A recent Silicon Canals article highlights that in 2023, the Netherlands has emerged as a significant player in the quantum technology arena, evidenced by substantial funding raised by several Dutch quantum startups. Orange Quantum Systems, specializing in quantum chip test equipment, raised €1.5M and launched the innovative Orange Rack in Las Vegas. Delft Circuits, focused on quantum industry cabling solutions, secured €6.3M and is known for its Cri/oFlex technology, enhancing data transfer in quantum computing and communication. QuantaMap, a Leiden-based company, raised €1.4M for developing advanced metrology tools and a unique microscope for quantum chip inspection. QuantWare, another Delft-based startup, also raised €1.4M, aiming to become the ‘Intel of quantum computing’ with its scalable, superconducting quantum processors. These achievements underline the Netherlands’ growing influence in quantum technology, driven by innovative solutions in computing, communication, and sensing, positioning the country at the forefront of the quantum revolution.

In Other News: Federal News Network article: “On the human capital front, quantum computing is easier said than done”

Federal News Network

The Government Accountability Office (GAO) has identified that while the Department of Defense (DoD) is actively seeking expertise in quantum computing, not all agencies are following best practices for recruitment and hiring. In a Federal News Network article, Candice Wright, GAO’s Director of Science, Technology Assessment and Analytics, discussed the challenges in meeting the science and technology workforce needs, especially in the emerging field of quantum science. This field requires highly specialized skills in disciplines like physics, engineering, computer science, and math. The GAO found that while the DoD labs generally follow strategic workforce planning practices, there is a need for better mechanisms to monitor and evaluate progress. Despite identifying about 255 staff working on quantum projects, the DoD faces challenges in defining the quantum workforce due to its multidisciplinary nature and evolving requirements. The GAO’s recommendations focus on implementing better monitoring and evaluation mechanisms to ensure effective workforce planning and maintenance of U.S. global leadership in quantum technologies. Additionally, the report highlights the importance of STEM education programs in growing the pipeline for the quantum workforce.

In Other News: Breaking Defense article: “Saving Schrödinger’s Cat: Getting serious about post-quantum encryption in 2024”

Breaking Defense Relaunches: New Design, Features and Staff - Breaking ...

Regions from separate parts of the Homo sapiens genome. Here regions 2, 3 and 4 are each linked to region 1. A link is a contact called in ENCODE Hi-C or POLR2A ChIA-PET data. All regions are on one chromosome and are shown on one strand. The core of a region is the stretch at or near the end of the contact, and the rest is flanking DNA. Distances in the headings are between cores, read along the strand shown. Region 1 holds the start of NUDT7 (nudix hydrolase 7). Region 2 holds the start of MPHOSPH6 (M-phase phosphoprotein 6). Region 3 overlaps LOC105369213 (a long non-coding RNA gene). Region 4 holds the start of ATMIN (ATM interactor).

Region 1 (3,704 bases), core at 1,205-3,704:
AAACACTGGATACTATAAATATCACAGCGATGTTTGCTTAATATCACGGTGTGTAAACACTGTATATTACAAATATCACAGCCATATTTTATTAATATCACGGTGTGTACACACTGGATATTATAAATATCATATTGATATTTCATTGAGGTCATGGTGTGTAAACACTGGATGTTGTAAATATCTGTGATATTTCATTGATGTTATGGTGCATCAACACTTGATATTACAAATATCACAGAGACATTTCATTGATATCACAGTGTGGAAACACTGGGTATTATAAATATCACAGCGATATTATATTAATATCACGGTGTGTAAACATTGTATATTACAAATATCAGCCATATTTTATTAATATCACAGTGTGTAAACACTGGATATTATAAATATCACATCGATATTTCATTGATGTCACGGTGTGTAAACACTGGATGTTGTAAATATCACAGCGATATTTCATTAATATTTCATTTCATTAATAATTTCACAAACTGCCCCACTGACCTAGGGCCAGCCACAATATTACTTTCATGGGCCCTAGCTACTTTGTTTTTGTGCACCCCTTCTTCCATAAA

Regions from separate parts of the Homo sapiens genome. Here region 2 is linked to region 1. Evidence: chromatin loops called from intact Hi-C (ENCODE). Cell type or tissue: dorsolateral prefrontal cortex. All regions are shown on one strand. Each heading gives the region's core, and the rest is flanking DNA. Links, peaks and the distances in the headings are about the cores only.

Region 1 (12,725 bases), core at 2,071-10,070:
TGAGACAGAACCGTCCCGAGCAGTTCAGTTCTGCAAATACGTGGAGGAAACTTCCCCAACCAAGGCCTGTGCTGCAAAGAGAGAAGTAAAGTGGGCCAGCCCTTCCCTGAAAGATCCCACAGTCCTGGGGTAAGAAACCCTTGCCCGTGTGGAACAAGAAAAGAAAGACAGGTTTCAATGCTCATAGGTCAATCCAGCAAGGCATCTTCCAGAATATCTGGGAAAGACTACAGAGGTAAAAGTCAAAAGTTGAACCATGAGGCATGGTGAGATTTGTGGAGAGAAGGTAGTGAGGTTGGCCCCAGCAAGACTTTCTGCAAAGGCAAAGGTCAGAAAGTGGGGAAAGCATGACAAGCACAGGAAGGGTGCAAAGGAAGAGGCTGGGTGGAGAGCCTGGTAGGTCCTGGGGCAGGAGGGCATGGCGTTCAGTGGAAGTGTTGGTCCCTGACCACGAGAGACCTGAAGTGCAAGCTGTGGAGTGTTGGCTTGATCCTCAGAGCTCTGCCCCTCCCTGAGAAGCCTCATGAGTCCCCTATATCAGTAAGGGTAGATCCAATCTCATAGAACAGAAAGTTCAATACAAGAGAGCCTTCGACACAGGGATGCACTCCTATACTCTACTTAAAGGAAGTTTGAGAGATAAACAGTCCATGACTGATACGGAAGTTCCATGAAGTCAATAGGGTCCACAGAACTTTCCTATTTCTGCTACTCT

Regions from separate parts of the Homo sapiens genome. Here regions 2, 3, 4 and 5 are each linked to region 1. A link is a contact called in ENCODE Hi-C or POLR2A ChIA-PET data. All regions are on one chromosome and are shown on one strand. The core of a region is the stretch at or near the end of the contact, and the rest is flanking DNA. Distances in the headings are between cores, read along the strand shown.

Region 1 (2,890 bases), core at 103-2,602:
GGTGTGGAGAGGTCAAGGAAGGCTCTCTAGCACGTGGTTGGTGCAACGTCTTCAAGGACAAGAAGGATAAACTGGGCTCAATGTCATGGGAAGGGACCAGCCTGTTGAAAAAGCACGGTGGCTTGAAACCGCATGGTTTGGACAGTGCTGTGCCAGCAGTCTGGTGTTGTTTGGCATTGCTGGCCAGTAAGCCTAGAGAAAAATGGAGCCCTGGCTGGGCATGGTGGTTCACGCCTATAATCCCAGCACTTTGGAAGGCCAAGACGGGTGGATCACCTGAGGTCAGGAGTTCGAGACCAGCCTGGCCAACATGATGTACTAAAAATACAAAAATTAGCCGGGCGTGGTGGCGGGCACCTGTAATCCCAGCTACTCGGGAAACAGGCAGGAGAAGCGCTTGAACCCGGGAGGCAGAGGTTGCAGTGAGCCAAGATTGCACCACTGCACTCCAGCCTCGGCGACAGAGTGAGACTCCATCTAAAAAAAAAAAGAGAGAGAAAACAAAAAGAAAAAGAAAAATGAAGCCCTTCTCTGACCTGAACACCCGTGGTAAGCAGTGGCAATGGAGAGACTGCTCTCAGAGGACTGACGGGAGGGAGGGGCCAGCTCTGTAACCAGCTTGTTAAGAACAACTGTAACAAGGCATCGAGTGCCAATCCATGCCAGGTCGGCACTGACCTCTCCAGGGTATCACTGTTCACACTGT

The digital communication sector is preparing for a major shift as government agencies and private companies will need to transition from the RSA algorithm, a standard since 1977, to Post-Quantum Cryptography (PQC) starting in 2024, a Breaking Defense article highlights. This change is necessitated by the advancement of quantum computers, which could potentially break current encryption methods like RSA. This transition is particularly crucial for sensitive and long-term relevant data, such as military specs, which are at risk of being harvested by foreign intelligence agencies for future decryption. Bill Newhouse of the National Institute of Standards & Technology (NIST) acknowledges the challenges of protecting data that has already been harvested. The urgency of this shift is compounded by the multifaceted use of RSA in various digital devices and systems. NIST is in the process of finalizing three PQC algorithms, with a public comment period recently concluded. The transition to PQC is expected to be the most significant since the adoption of RSA, requiring extensive updates in countless lines of software code. The White House has set a deadline of 2035 for federal agencies to complete the migration to PQC, although recent developments in quantum computing research suggest that the transition might need to happen sooner.

Kenna Hughes-Castleberry is the Managing Editor at Inside Quantum Technology and the Science Communicator at JILA (a partnership between the University of Colorado Boulder and NIST). Her writing beats include deep tech, quantum computing, and AI. Her work has been featured in Scientific American, Discover Magazine, New Scientist, Ars Technica, and more.

Categories: Education, quantum computing, research, semiconductors